Info For Developers

This page is a placeholder for all sorts of info – presentations slides, code, pictures; anything that would normally clutter up the main pages.


JavaScript ‘Gotchas’

Some browsers are more tolerant of JavaScript ‘errors’ than others. So, watch out for these, particularly in IE…

  • Always precede variable declarations with var. This can often cause obscure, and difficult to find errors in IE
  • Don’t put a ‘,’ after the last element of an array
  • Make sure you don’t accidentally put extra quotes in markup – this one (double ending quote) works in FF, but not IE: <div class='classxxx''>xxx</div>. In this case, I actually think IE’s got it right! :-)

Note:

  1. If your page works in Firefox or Safari, but not in IE, try validating the page. This is often the cause of IE failing. In Firefox, Tools -> Validate HTML, or go to http://validator.w3.org/
  2. Switch on script debugging in IE if you have obscure errors. Go to Tools -> Internet Options -> Advanced, and uncheck Disable script debugging (Internet Explorer)

I found this when using a thickbox, but may occur in other situations; If you have spaces in your URL (http://abc.com?name=Steve Wells), it stopped my thickboxes working. Do a URI encode on the parameter.

And here’s a “flotcha”! I found this when using flot, but it is in no way a flot bug, it is just another IE foible. Basically, I had this:


$.plot($('#' + id),
[
{ label: label, color: color, data: theData},
],
{ xaxis: { mode: "time" }
})

Note the extra comma at the end of the data series. it is clearly an error, but Firefox handles it nicely. IE used to not compile at all if you had that in the past, but – whether it’s because it’s IE8, or just because of this situation – in this case, it treats it as having a second element in the array, thus causing flot to fail! Took me ages to spot it…

Code Snippets: JavaScript and CSS

  • I never knew you could force a browser to always show a right-hand scrollbar! This is useful if more content gets added after the page has loaded – if a short page becomes too long, or you resize the browser to make it smaller, the scrollbar appears and there’s a “jump” which looks copletely naff.So, check this post http://snippets.dzone.com/posts/show/217 – lots of ideas, but my vote goes to:html {overflow-y: scroll;}Sweet!
  • Ever wondered how you can avoid using eval in Javascript? Go to this excellent post to find out. Basicallly, make the string you’re trying to eval into a function, and call it. Like this:

    var str = 'var obj = new Object() ;'
    + 'obj.init() ;'
     

    var intFun = new Function(str)
    intFun()

    Cool, huh?

  • How do you capture the matches in a regexp, a la $n in perl? Simple. match returns the matches in an array, with the full matched string as the first element:

    var str = '123abcdef'
    var matches = str.match(/123(.*)def/)
    alert(matches[0]) // will be 123abcdef
    alert(matches[1]) // will be abc

    Simple. If you add g as a qualifer, only the matches are returned.
  • Unit testing of jQuery/JavaScript is easier than you think. If you’ve done it in (say) Perl, or used jUnit style testing, it’s a piece of cake. Check out this link for a brilliant and easy to understand tutorial, and get the code here
  • Ever wondered how to globally replace something in a string in Javascript? Easy in perl, of course:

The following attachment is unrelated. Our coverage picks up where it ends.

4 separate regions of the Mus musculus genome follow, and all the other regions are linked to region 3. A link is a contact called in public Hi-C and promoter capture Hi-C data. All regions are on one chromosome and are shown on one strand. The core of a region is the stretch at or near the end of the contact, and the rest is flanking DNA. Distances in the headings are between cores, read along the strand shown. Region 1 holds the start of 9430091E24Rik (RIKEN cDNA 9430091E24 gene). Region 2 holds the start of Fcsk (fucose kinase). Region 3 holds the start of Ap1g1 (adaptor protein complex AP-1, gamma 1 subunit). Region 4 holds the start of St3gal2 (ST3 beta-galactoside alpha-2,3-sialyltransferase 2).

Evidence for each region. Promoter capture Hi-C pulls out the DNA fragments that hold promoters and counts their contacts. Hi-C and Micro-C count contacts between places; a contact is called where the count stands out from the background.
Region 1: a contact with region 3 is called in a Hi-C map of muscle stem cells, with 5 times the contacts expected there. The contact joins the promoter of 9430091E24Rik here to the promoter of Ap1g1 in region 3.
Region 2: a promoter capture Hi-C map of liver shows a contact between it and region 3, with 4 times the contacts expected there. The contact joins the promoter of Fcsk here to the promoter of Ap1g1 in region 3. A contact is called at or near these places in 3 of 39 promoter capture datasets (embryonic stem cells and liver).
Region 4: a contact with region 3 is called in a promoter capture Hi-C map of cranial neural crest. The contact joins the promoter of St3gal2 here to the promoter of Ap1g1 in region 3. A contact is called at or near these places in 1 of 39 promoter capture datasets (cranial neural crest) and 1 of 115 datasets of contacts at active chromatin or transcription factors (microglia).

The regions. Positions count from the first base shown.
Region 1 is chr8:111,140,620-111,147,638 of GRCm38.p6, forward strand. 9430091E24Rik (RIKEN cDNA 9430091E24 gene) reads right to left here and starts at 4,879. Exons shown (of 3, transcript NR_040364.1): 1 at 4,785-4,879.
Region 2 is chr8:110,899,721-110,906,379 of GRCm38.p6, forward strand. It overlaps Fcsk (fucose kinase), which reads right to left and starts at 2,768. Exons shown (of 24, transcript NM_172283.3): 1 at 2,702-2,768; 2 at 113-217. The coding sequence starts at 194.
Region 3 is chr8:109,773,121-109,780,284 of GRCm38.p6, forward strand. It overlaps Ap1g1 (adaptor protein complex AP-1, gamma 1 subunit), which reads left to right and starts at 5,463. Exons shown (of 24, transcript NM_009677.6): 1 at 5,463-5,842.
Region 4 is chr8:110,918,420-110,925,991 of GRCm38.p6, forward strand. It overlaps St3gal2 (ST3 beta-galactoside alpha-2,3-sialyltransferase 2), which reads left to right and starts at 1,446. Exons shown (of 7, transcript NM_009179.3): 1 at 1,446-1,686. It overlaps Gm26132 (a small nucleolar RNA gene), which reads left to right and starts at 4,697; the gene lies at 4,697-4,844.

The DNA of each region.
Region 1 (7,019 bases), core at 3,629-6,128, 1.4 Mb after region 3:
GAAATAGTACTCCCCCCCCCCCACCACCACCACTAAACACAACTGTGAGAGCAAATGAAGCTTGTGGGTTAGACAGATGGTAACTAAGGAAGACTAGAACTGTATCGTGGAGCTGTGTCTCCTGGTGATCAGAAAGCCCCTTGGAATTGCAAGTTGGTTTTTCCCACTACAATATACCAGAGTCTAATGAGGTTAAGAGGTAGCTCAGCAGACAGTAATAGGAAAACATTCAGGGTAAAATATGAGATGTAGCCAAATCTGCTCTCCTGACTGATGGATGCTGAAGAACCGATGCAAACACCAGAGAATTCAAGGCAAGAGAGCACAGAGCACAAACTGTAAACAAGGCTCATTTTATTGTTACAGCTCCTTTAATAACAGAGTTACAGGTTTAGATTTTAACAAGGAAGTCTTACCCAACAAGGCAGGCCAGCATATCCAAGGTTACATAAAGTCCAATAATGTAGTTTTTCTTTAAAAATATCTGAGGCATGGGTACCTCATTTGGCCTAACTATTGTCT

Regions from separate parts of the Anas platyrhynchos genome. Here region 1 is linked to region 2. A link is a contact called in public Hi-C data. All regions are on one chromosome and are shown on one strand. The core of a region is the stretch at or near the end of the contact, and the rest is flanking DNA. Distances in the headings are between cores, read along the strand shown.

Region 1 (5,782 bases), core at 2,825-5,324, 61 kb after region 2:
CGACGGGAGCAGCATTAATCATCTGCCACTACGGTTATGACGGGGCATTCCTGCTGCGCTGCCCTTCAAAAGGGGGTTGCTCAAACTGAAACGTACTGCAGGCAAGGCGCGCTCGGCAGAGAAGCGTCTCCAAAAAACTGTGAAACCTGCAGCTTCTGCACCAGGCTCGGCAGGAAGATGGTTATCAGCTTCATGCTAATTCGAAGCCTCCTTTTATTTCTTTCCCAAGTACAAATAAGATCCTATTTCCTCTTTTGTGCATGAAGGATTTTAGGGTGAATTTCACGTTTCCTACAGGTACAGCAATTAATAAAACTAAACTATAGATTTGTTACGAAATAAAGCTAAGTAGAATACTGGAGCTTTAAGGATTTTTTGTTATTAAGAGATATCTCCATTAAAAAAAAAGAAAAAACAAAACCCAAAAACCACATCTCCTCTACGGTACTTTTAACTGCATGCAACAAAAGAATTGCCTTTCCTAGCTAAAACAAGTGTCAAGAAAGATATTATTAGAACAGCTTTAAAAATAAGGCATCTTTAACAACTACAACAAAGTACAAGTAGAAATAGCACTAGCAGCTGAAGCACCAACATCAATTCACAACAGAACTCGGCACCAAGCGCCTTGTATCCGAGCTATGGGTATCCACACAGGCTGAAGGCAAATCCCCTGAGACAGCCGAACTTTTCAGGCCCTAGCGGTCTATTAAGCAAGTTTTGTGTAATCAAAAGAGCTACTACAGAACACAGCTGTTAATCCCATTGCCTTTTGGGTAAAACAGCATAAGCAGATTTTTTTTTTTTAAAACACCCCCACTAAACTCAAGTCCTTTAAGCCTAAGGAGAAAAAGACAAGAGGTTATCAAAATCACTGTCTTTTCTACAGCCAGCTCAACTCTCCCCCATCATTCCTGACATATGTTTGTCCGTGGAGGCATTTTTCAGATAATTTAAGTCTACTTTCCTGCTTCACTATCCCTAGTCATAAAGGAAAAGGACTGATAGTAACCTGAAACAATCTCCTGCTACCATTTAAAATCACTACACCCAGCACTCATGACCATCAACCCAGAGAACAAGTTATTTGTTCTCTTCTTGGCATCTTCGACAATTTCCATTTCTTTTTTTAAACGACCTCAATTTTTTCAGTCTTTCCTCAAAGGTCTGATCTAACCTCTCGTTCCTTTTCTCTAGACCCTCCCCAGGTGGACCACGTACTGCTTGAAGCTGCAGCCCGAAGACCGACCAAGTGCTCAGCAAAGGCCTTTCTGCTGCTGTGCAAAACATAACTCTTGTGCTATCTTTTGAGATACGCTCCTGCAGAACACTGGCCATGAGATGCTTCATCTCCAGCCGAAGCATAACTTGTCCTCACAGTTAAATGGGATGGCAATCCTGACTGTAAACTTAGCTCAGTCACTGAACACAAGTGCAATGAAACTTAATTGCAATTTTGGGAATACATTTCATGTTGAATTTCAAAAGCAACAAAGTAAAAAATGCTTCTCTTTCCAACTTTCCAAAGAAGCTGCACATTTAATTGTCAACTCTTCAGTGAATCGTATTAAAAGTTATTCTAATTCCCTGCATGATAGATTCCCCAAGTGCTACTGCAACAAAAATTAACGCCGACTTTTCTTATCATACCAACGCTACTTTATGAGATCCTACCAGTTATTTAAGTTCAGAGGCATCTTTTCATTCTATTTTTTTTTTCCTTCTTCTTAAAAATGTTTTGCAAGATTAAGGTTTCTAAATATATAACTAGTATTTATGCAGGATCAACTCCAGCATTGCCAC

my $str = '123abcdef' ;
    my $r = 'abc' ;
    my $s = 'ABC' ;
    $str =~ s/$r/$s/g ;

    …but not quite so easy in JavaScript (try it!)

    var str = '123abcdef'
    var r = 'abc'
    var s = 'ABC'
    st.replace(/r/g, s)

    The way to do this is to create a RegExp object, and use that in the replace:

    var str = '123abcdef'
    var r = new RegExp('abc', g)
    var s = 'ABC'
    st.replace(r, s)

    Works a treat!
  • Interesting issue with setting colspan attribute via jQuery here. Basically, setting the colspan attribute doesn’t work in IE, but using the JavaScript colSpan function does. I assume later versions of IE will correct this…
  • How to make tr:hover work in IE7 is described here, but the post is quite old. I’d just use a mouseover…
  • Ever had a background image (set by a CSS class) not appear on a span in IE, but it’s OK in Firefox? try making sure the span has something in it! I fell foul of this one…
  • Stopping the horrible pixelation in IE when using jQuery fadeIn can be fixed by simply adding a background color to the element. Thanks to this post for this one.
  • This article explains how to get round a lot of bugs caused by the IE hasLayout propery. Still couldn’t get my app to work tho’… Check it out here.
  • IE annoyingly won’t let you set a div to have a height less than the line-height (-ish). Most annoying. This article tells you how to get round it. Basically, set line-height to 0, font-size to 1pt and put a comment in the div. Yes, I’m serious you need a comment in the div. How mad is that?
  • jQuery’s excellent animate function allows you to animate any CSS property with an integer value, e.g. width, height, opacity, etc. However, it doesn’t work on non-integer values like background color. No problem, use this plug in. Problem solved. It’s nice and small, and works a treat.

In-Depth…

These links provide more in-depth programmong examples and ideas. Al comments welcome – enjoy…

2 responses to “Info For Developers

  1. Pingback: Downloading CSV Files Without Creating Links « Hogsmil Open Source Blog

  2. Pingback: Speeding Up jQuery « Hogsmil Open Source Blog

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